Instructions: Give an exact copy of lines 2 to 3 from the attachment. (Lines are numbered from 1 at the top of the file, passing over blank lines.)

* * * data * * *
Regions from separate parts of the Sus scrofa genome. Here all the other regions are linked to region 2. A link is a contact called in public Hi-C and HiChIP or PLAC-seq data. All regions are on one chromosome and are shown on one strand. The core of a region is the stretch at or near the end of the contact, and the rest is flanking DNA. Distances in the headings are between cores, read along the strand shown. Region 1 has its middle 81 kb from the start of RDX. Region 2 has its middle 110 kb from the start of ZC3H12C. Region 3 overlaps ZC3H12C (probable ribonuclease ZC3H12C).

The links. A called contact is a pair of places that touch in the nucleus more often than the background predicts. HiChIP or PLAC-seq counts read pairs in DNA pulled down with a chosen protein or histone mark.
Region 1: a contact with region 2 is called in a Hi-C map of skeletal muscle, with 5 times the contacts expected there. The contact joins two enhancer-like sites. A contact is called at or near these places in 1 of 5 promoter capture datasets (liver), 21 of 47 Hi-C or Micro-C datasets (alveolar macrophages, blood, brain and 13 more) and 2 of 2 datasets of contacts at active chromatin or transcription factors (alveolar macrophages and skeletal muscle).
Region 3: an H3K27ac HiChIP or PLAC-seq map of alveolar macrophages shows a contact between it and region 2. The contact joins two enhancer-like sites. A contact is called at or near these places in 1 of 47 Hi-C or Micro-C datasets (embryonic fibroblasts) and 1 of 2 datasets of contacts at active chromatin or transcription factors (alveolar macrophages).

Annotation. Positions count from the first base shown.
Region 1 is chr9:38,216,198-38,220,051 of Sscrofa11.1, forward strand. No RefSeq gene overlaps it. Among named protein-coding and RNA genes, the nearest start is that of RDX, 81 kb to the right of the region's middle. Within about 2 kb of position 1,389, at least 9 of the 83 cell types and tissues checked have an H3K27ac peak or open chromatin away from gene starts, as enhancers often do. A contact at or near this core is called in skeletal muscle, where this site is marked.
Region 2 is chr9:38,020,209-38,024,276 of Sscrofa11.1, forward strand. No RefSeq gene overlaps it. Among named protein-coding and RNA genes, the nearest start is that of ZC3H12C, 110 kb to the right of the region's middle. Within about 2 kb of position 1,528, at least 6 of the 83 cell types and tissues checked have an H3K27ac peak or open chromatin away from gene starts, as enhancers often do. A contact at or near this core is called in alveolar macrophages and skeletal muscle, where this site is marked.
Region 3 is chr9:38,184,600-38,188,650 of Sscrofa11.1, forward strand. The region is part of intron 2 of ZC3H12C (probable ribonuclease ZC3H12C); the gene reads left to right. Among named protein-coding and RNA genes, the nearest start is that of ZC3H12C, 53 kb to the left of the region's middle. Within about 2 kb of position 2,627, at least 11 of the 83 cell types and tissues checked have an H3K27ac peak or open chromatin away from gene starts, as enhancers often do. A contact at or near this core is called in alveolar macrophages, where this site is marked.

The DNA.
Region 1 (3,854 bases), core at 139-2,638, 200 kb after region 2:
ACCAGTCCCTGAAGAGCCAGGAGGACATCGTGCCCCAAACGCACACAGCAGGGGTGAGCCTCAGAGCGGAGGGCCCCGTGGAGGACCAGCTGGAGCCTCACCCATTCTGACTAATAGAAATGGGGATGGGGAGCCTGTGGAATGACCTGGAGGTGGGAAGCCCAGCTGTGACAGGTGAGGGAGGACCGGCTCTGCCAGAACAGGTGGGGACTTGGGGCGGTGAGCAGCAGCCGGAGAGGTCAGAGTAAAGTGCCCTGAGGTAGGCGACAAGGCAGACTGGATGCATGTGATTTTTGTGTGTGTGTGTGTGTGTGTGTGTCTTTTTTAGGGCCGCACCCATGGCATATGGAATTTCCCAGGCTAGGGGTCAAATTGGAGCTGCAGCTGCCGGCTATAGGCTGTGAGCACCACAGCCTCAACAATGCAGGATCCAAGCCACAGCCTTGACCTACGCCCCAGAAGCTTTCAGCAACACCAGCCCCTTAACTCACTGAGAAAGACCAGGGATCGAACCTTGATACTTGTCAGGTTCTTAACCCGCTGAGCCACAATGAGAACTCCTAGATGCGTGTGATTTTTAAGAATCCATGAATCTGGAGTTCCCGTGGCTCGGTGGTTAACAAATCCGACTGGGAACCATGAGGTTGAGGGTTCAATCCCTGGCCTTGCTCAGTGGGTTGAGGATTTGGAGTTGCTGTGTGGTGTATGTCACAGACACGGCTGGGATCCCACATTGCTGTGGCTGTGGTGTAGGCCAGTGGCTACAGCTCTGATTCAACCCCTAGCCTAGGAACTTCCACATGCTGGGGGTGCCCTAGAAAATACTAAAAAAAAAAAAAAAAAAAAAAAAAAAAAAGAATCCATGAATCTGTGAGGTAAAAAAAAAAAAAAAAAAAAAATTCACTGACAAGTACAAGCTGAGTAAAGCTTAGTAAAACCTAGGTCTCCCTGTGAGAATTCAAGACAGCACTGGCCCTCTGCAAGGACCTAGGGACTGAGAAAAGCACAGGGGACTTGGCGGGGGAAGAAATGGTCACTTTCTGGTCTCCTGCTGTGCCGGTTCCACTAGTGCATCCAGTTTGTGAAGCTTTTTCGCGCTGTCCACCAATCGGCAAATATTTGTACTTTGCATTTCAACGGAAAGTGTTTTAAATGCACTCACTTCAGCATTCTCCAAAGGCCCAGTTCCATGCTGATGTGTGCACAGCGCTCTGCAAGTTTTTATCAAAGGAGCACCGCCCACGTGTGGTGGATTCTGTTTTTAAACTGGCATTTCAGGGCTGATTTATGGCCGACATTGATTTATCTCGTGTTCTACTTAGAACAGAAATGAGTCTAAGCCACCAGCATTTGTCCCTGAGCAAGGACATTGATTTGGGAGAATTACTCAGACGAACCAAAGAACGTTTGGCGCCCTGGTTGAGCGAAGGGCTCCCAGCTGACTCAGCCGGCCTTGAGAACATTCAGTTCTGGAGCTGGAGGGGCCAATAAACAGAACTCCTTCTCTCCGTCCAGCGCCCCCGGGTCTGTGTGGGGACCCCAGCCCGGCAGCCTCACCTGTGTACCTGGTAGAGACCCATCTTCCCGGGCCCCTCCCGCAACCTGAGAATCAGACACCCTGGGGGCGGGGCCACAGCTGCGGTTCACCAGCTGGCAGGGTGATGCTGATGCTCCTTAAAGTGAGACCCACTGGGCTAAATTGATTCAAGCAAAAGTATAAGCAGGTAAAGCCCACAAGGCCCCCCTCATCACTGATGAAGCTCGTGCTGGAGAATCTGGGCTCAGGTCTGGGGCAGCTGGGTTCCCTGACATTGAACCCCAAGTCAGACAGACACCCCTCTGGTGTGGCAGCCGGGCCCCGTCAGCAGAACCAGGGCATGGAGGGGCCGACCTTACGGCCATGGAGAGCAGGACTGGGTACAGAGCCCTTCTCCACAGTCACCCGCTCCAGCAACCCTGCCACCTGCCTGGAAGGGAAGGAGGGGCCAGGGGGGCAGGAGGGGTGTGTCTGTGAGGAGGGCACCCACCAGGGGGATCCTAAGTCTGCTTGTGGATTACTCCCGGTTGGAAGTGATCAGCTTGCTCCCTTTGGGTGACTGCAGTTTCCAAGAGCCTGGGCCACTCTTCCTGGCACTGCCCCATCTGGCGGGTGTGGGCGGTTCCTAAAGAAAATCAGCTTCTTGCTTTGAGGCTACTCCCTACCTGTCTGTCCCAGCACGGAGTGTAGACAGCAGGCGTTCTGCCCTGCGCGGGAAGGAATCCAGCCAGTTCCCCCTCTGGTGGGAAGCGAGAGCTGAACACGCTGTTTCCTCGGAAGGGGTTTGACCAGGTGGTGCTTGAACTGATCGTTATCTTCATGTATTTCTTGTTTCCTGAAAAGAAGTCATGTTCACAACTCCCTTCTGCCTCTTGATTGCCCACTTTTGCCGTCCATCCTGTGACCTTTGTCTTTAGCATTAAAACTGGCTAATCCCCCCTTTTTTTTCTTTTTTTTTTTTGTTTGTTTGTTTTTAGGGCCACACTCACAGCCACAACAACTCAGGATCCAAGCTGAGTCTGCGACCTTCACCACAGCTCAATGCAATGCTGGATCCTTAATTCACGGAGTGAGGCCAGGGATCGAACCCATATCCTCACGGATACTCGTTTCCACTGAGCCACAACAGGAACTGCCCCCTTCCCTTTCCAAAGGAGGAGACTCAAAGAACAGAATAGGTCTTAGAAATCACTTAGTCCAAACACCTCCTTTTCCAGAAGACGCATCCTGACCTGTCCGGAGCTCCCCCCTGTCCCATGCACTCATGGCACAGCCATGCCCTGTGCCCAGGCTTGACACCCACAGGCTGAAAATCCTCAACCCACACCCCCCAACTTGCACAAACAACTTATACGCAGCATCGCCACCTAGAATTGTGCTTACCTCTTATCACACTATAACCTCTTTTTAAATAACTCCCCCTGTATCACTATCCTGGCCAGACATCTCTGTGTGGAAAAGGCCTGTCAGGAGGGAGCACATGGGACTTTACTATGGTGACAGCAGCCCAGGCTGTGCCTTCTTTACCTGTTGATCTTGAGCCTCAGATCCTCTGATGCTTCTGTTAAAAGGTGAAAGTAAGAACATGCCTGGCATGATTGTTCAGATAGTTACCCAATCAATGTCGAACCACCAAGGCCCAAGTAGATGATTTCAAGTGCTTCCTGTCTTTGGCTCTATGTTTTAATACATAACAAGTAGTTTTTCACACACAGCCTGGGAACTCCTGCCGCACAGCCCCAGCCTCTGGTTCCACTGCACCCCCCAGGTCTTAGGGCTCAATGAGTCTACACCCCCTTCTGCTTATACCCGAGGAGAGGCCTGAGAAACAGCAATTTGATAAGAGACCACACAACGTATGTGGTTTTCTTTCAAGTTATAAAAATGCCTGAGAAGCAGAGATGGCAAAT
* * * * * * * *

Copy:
The links. A called contact is a pair of places that touch in the nucleus more often than the background predicts. HiChIP or PLAC-seq counts read pairs in DNA pulled down with a chosen protein or histone mark.
Region 1: a contact with region 2 is called in a Hi-C map of skeletal muscle, with 5 times the contacts expected there. The contact joins two enhancer-like sites. A contact is called at or near these places in 1 of 5 promoter capture datasets (liver), 21 of 47 Hi-C or Micro-C datasets (alveolar macrophages, blood, brain and 13 more) and 2 of 2 datasets of contacts at active chromatin or transcription factors (alveolar macrophages and skeletal muscle).